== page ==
The Soviet Union has reached the peak of its military power by reducing its economy to a shambles. If it continues to lavish its resources on the military, the economy will further decline, eventually imperiling the military budget. If the Soviets shift investment to the civilian economy, less money will remain for guns. If the Politburo permits significant economic reform through decentralization and free markets, the effect on Eastern Europe, China, and other communist countries would politically destabilize the Soviet Empire. The Soviets are stuck and will probably try to improve the existing system rather than reform it. Soviet leaders have no option but to continue to rely upon the same cold-war rhetoric so often used to galvanize the citizenry into action. Such is the general thesis of The Soviet Paradox by Seweryn Bialer.
Bialer is, in some ways, as perplexing as the Soviet Union itself. A leading Sovietologist and director of the Research Institute for Internal Change at Columbia University, he has written a comprehensive and lucid book on Soviet domestic and foreign policy. Based on the latest research of a wide variety of Sovietologists, his major conclusions are measured and insightful. Chapters on the dynamics of leadership, succession, and the problems of systemic reform are especially illuminating. Now and then, though, the author lapses into statements that suggest that he has perhaps taken one too many trips to Moscow.
In a chapter on “Assumptions and Perceptions,” Bialer writes: “Unlike the Nazis, the Soviets do not want war with their adversaries. They do not propagandize or glorify offensive military action as the means by which to achieve their international goals.” If Afghanistan, Czechoslovakia, Hungary, and those annual November military parades through Red Square do not evidence a Soviet eagerness for war, they make clear, at least, that they want peace on their own terms. But that’s all Hider said he wanted. Elsewhere, Bialer discusses recent Soviet military adventures—which makes his assertion about Soviet reluctance for war all the more curious.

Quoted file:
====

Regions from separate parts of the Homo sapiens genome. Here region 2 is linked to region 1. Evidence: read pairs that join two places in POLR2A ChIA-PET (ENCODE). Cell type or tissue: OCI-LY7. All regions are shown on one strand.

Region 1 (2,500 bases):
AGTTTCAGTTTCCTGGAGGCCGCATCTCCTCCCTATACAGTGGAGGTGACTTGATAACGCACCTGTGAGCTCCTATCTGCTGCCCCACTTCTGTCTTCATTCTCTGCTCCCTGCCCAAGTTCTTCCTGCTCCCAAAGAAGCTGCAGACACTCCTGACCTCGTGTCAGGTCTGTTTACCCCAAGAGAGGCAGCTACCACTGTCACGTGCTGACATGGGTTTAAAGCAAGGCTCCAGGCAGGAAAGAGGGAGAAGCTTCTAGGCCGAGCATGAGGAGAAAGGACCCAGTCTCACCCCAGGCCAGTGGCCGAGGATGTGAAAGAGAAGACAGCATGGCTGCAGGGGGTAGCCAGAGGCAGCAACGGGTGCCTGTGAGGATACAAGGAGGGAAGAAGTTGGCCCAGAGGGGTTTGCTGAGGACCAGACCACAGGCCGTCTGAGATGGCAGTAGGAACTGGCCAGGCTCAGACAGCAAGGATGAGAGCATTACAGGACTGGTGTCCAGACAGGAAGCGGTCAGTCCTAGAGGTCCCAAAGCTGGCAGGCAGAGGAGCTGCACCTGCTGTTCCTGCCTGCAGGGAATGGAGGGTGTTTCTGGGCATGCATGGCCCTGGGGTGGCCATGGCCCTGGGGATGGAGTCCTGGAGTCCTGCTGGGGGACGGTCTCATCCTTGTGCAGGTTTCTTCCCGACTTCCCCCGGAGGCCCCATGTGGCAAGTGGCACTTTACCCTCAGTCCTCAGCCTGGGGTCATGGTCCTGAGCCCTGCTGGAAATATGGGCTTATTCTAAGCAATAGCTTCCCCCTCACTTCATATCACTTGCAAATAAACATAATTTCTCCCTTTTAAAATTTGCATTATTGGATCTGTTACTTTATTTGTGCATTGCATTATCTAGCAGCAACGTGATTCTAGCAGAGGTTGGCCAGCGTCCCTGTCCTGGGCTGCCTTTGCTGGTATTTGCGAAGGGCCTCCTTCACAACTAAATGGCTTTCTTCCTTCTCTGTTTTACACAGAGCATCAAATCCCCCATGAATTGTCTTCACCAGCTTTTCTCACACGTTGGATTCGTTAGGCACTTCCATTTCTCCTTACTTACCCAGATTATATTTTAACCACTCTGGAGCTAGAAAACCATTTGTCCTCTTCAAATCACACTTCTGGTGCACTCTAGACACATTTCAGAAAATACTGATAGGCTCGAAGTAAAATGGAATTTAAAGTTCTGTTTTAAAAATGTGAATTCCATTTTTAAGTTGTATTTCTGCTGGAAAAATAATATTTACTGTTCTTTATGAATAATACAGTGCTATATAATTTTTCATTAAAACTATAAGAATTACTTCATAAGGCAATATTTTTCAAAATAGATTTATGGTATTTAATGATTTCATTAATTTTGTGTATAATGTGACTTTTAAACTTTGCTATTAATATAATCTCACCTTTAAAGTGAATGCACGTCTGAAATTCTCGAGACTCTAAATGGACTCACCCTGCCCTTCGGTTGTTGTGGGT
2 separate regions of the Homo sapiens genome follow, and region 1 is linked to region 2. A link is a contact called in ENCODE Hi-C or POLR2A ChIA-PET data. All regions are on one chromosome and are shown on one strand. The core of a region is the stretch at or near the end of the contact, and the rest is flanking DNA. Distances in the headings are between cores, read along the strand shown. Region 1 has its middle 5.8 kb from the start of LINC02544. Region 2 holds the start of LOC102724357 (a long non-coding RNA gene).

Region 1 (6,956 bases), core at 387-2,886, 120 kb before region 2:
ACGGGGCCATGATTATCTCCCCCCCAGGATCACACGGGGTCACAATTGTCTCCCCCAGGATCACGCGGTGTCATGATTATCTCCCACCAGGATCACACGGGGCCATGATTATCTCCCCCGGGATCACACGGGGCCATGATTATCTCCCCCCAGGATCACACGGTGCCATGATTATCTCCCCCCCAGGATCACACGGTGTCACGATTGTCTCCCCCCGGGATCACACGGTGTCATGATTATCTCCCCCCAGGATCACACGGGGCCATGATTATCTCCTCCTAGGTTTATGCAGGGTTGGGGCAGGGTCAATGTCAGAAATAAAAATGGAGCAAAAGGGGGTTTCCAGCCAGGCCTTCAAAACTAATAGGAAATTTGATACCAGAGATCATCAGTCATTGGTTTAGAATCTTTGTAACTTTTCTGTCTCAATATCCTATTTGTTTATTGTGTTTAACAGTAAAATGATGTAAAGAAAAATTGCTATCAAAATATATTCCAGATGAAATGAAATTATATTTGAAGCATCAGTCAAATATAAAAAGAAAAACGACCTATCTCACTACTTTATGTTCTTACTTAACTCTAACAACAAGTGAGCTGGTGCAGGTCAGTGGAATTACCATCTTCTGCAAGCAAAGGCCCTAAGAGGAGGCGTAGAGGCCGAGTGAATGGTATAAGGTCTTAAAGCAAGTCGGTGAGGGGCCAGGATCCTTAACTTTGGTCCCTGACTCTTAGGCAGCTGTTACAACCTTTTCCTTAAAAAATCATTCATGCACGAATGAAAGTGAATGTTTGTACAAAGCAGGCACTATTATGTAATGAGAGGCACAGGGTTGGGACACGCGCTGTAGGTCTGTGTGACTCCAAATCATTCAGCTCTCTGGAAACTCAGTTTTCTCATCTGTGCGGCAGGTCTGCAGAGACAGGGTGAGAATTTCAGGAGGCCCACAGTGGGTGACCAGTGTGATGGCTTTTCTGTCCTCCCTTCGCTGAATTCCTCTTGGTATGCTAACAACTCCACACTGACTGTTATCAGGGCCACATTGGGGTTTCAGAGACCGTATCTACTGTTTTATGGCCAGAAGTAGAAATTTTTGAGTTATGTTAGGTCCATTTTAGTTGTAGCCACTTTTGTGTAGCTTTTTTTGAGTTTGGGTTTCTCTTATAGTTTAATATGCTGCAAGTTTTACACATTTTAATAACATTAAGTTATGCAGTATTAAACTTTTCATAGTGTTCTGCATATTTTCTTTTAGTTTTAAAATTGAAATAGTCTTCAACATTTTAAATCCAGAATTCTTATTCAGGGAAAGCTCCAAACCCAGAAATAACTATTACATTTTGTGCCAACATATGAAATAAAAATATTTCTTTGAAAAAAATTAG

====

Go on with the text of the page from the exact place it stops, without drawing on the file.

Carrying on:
Even more dubious is Bialer’s assertion that “in Stalin’s day true believers could and did excuse and accept the cruelty, viciousness, and oppressiveness of the Soviet construction of socialism as long as they believed that it represented the extreme and unique birth pangs of a better world.” Stalin’s henchmen were probably not so idealistic. The evidence indicates they were terrified that if they did not torture and execute with sufficient enthusiasm, they themselves and their families would become victims. The theory that Stalin had to be cruel to modernize and improve the Soviet Union was never provable, and 68 years after the Revolution, the Soviet Union is still a comparatively primitive and backward country.
Like other commentators, Bialer favorably describes Mikhail Gorbachev as “suave, witty, and vigorous.” Bialer says nothing about the lapses in Comrade Gorbachev’s suavity when asked in public about the plight of Jews in the Soviet Union. Bialer’s favorable assessment of Gorbachev similarly fails to explain why the Soviet leader so crudely mishandled the Chernobyl disaster. And Gorbachev still prefers to subject political troublemakers to forced psychiatric imprisonment rather than impale them on a witty bon mot.